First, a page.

Wanskuck

west river, providence, ri

The Wanskuck neighborhood of Providence outside Providence Bicycle. I was there having a bike rack attached so that I might better be able to bike around town with still life material-pies, in particular, are difficult- and art supplies.  Apparently there is an actual “pie rack” for bikes though I have not yet located such a thing.

The shop is located in a mill building on the West River.  According to wikipedia it is “the only named tributary of the Moshassuck River”.  It doesn’t appear to be related to the Woonasquatucket River. But there- I got to write its name which is what I really wanted to do.

Addendum by Robert MacMahon: 

The West River flows from North Providence into Providence and merges with a stream that flows out of Canada Pond (it’s the pond along RT 146 in Providence) just below Branch Avenue.  The West River flows under Charles Street near the Home Depot and eventually merges with the Moshassuck River near the State House. The Moshassuck then flows a very short distance through Capital Center and merges with the Woonasquatucket River near the Citizens Bank building.  The merger of the Moshassuck and the Woonasquatucket marks the official beginning of the Providence River.

The Moshassasuck River runs north from the Citizens Bank building through the North Burial Ground into Pawtucket where it once was connected to the Blackstone River.  You probably know that the Moshassuck in providence was once part of the Blackstone Canal that ran from Providence to Worcester during the early part of the 19th century.  It was built to provide a cheap way to get goods from the middle of Massachusetts to Providence where the goods could be shipped out of the Providence port.  If you have biked along the Blackstone bike path in Lincoln, you have biked along the Blackstone Canal.  Well that canal ran all the way to Providence to the spot where the Moshassuck River flow near the Citizens Bank building.  The canal only lasted about 10 years or so.  It was done in by the emergence of the railroad.  The best present day view of the Moshassuck as a canal in Providence is in the North Burial Ground.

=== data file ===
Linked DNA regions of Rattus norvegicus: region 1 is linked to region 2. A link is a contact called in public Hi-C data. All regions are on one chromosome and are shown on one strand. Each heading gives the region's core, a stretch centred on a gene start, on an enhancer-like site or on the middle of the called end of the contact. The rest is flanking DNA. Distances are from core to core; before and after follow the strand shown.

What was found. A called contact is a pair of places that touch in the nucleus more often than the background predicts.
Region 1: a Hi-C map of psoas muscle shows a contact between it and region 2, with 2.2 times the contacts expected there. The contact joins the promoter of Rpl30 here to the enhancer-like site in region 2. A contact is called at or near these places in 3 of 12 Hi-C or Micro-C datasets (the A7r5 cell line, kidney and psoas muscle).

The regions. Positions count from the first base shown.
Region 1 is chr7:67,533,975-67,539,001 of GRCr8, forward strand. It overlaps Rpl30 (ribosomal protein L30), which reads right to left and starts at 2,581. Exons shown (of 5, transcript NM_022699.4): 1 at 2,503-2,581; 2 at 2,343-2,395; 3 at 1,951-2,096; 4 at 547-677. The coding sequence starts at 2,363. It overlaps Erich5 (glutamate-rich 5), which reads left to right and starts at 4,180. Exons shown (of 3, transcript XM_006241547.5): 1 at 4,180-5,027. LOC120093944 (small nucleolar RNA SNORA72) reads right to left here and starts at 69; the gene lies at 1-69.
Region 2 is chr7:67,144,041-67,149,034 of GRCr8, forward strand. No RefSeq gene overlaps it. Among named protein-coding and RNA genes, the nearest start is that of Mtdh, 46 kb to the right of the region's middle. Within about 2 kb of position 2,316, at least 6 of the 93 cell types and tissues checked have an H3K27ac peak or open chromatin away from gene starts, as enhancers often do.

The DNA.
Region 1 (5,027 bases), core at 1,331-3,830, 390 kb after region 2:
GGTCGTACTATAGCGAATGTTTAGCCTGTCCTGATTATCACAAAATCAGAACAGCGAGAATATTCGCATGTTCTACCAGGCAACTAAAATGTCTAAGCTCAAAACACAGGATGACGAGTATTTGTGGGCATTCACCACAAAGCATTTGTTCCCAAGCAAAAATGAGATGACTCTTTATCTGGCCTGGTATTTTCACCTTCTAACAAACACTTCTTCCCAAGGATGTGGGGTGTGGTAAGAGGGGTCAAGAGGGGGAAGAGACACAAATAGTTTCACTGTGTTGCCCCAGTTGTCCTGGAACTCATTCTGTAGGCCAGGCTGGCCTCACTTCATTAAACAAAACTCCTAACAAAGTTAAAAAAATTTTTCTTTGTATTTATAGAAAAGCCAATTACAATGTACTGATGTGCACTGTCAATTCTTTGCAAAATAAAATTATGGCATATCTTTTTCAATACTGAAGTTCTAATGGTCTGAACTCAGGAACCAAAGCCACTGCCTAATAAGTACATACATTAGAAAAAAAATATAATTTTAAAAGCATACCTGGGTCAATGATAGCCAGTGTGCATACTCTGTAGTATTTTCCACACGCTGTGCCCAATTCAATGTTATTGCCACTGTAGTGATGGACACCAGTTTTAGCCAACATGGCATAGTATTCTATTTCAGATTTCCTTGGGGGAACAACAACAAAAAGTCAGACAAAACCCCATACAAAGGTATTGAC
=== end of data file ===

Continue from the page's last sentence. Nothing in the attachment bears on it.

crazy mess, trying to synthesize ideas

watercolor composition sketch

This is a rough sketch in which I am attempting to patch together visual ideas of various garden and summer memories from this year and last, using various reference photos and sketches and fueled by the waves of positive feeling I get when looking at certain Bonnard and Vuillard landscape and interior paintings.

Being in Paris this May working side by side with E. in a more in depth way than we have before gave me a new sense of creative possibility.  This developed from the experience of seeing what E. observed and how she translated it to the page or panel.   I was right there with her to see all of the same “reference material” (sights we observed together, people , colors, shapes that caught our  interest, actual photographs that she and I took, sketches she and I made, paintings we saw together and discussed) and then see how she synthesized and edited that various information to create a visual idea for the page/panel.

Another example: in the alpine garden at le Jardin des Plantes  I saw how E moved elements in front of her around in her composition rather than painting things how they appeared from her point of view as though she were translating from a viewfinder.  But other times it was more complex, she would knit together many elements from our experience.  And I did too! Sitting at the kitchen table in our little apartment in the St. Germain I mixed both of our sketches and photo references and inspirations from paintings we’d seen to make my own.

Interesting to me is the fact that I can hear myself advising my students to pick and choose the things in their field of vision and include them in a composition even if they wouldn’t be seen through a viewfinder from that point of view.  But when making my own pictures I tend limit my references and my point of view.  So the idea of combining different points of view, places, people and things feels radically new.

This sketch, the fact that it is a contemplation for a larger painting and a new way of working, also reflects the influence of one of my students who works on large-scale projects.  Week after week she tackles projects that would terrify me with their emotional freight, pictorial complexity and combined references. Yet another experience that is changing my sense of possibility.

It is terrifying though because of the increased number of choices and options, my beloved “good angel of certainty” is gone, but it is worth it.